What are you teaching your children about responding when they hear gunshots or a series of loud bangs or screams from another classroom or the corridor?
You perhaps remember being young. Many years ago in youth church, our pastor offered a dollar to the first one of us who would stand up, walk down the aisle in front of all the other young people and take it … a dollar being a great deal of money then. For the longest time, not one of us moved, despite the minister’s urging. At last, someone walked forward and took the money.
I think the minister was trying to teach us that it was not necessary to “follow the crowd.” That sometimes we had to stand out, make our own way, choose our own path. It was a valuable lesson, lost perhaps until we cornered the child brave enough to stand out and discovered that it was indeed real. Unfortunately, that person wasn’t me. I froze on the pew, fearing to trust, afraid to become the butt of a joke, afraid to be noticed in any way by my young peers.
This reaction is common among all people, not just the young, though the call of the herd is very powerful as a person grows up. So as you send your children off to school or out into life, how do you teach them to think? How do you teach that it is okay to be a social individual and yet the first person to stand up and take action?
They hear shouting in the corridor, perhaps a series of pops or dull thuds, they will look around. They will wait, pause, hesitate. What is everyone else doing? What if, instead, they jumped up to close and lock the door … and became the laughing stock of the class or the office? How would they ever live with the smirks, the jabs, the ridicule? What if it’s just the janitor or a birthday party down the hall…?
This response is what murderers depend on, though perhaps not consciously because school killers are not devious planners, but simply youngsters (usually) with a grudge or hurt they believe they can assuage by harming others: “If I hurt enough people, somebody will pay attention to me, help me feel better.”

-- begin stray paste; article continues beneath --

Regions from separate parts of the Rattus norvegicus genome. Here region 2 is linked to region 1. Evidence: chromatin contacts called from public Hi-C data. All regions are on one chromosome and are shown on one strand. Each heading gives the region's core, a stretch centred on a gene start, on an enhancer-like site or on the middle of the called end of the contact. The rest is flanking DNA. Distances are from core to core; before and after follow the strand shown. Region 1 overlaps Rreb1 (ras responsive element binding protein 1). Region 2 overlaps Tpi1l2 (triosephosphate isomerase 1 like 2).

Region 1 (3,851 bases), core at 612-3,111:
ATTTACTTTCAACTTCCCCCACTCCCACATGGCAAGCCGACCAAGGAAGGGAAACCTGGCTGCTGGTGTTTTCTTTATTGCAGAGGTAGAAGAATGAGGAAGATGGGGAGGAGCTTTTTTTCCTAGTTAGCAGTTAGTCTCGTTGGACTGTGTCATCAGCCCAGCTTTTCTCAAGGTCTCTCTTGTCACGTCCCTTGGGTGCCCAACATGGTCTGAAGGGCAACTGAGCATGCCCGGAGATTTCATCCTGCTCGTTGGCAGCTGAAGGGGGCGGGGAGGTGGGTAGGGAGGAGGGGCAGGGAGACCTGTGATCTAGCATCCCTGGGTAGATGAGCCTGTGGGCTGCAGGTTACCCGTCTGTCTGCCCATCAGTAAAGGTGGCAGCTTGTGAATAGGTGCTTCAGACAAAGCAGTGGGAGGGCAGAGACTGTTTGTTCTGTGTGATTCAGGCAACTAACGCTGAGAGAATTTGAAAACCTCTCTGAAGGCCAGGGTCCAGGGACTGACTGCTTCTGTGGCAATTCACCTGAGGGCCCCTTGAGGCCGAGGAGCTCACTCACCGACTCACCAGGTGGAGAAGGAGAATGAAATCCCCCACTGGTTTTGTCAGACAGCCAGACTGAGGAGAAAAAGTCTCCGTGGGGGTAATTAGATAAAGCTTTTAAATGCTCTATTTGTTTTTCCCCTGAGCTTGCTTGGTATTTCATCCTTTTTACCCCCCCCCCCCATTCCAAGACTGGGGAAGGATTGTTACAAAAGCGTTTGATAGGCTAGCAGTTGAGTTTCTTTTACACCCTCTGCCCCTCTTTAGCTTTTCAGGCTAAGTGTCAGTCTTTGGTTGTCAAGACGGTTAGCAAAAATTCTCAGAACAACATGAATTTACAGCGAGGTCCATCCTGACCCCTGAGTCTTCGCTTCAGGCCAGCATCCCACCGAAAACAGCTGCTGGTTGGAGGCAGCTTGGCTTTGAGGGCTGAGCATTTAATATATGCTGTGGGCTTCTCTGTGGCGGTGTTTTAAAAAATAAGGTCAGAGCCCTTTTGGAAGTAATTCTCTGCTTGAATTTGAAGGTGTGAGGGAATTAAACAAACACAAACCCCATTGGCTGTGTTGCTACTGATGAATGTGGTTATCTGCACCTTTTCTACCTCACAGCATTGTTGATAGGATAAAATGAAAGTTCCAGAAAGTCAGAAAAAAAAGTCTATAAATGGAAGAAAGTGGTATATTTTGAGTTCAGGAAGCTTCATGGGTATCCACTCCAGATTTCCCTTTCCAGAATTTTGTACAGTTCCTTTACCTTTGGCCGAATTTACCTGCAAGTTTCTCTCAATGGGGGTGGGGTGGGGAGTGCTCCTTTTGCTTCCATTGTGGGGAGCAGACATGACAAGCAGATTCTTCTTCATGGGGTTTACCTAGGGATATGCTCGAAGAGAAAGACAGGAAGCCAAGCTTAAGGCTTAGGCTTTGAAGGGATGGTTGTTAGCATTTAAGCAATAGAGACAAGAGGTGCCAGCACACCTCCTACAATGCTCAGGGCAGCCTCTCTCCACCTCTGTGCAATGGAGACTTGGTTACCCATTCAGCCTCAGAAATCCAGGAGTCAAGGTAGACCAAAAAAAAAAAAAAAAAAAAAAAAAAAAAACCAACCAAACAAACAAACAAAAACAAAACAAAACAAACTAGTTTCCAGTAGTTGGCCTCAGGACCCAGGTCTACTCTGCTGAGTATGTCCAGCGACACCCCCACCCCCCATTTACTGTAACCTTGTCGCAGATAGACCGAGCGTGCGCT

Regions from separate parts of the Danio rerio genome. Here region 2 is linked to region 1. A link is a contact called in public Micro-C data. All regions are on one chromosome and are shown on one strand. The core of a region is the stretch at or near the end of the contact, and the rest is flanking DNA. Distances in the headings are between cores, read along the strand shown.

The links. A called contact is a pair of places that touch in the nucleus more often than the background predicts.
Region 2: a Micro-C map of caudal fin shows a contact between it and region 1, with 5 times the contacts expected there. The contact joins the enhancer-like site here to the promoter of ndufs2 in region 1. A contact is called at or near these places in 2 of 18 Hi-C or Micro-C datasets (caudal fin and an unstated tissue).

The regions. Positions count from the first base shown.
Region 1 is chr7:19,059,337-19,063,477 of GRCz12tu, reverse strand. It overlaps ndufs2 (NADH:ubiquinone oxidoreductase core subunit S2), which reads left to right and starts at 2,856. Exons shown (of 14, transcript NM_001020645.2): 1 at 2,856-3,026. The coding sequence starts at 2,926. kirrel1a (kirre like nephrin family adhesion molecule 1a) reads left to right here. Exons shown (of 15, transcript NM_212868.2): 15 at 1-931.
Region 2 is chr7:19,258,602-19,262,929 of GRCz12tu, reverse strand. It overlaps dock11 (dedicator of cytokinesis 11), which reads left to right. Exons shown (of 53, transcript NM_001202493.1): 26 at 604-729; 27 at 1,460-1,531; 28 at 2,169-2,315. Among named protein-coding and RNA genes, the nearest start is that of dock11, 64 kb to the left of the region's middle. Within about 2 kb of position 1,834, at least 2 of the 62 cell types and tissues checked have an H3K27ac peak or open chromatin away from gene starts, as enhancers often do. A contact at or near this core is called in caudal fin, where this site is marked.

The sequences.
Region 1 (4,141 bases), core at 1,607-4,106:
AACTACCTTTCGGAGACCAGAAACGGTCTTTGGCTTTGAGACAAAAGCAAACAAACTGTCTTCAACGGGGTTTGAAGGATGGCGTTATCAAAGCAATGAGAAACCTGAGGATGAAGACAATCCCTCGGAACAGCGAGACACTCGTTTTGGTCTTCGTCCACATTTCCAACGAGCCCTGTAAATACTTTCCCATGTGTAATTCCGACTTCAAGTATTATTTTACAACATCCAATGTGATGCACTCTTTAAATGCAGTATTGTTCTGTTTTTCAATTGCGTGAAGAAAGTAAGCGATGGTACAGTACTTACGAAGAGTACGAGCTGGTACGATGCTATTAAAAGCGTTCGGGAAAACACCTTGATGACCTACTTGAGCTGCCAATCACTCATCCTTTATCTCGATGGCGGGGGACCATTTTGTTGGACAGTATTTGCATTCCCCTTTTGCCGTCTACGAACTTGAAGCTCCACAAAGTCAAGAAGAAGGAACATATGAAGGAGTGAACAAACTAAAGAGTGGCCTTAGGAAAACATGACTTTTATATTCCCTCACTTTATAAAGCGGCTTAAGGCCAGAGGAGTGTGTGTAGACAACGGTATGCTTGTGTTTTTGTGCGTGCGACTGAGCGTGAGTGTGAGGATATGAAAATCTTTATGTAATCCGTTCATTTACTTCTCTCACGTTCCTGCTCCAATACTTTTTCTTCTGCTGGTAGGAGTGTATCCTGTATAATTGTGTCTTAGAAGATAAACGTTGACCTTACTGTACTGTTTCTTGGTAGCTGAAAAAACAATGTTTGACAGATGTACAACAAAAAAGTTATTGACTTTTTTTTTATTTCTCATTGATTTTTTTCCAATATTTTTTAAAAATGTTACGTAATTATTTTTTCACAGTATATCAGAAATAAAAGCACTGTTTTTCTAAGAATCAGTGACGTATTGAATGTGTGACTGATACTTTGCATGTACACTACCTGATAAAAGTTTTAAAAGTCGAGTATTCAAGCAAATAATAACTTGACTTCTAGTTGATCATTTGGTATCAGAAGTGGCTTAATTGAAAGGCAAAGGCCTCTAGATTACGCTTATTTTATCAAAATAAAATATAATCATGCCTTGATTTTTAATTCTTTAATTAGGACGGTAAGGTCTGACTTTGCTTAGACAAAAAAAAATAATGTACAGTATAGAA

By now, 10 states have laws that allow concealed carry on college campuses; other states have laws that arm teachers. Arkansas and Georgia, for instance, are joining Texas, Colorado and others legalizing campus carry — with an exception for sporting venues.
Will you buy your youngster a firearm, get him or her into a training class? How do you teach him or her to respond appropriately, in a timely manner, rather than wait and cower with the victims? Your good example is probably the first, best step, but I was studying the new Arkansas law allowing firearms on campus and came across this information from Arkansas State University.
It being a pedantic institution like Florida State or Yale or Stanford, the college bulletin begins with an unnecessary definition: “An active shooter is an individual actively engaged in killing or attempting to kill people in a confined and other populated area. In most cases, active shooters use firearms and there is no pattern or method to their selection of victims. Active shooter situations are unpredictable and evolve quickly.”
The University moves to “What you should do.” Lock and barricade doors, silence cell phones, do not pull a fire alarm, etc. It also includes this choice directive: “Consider the safety of the masses vs. the safety of a few.” (That’s a hard one to swallow if your child lies bleeding in the corridor, waiting for help.)
How do we teach our kids to be survivors, not victims; active and even courageous in the face of terror? Do we arm them for college, knowing that firearms are not allowed in dormitories — and that a shooter can even enter a grade school? What’s the best way to get our kids to think and respond without hesitation, without being one of the sheep? What do you tell your kids?
Click here to chat with us now!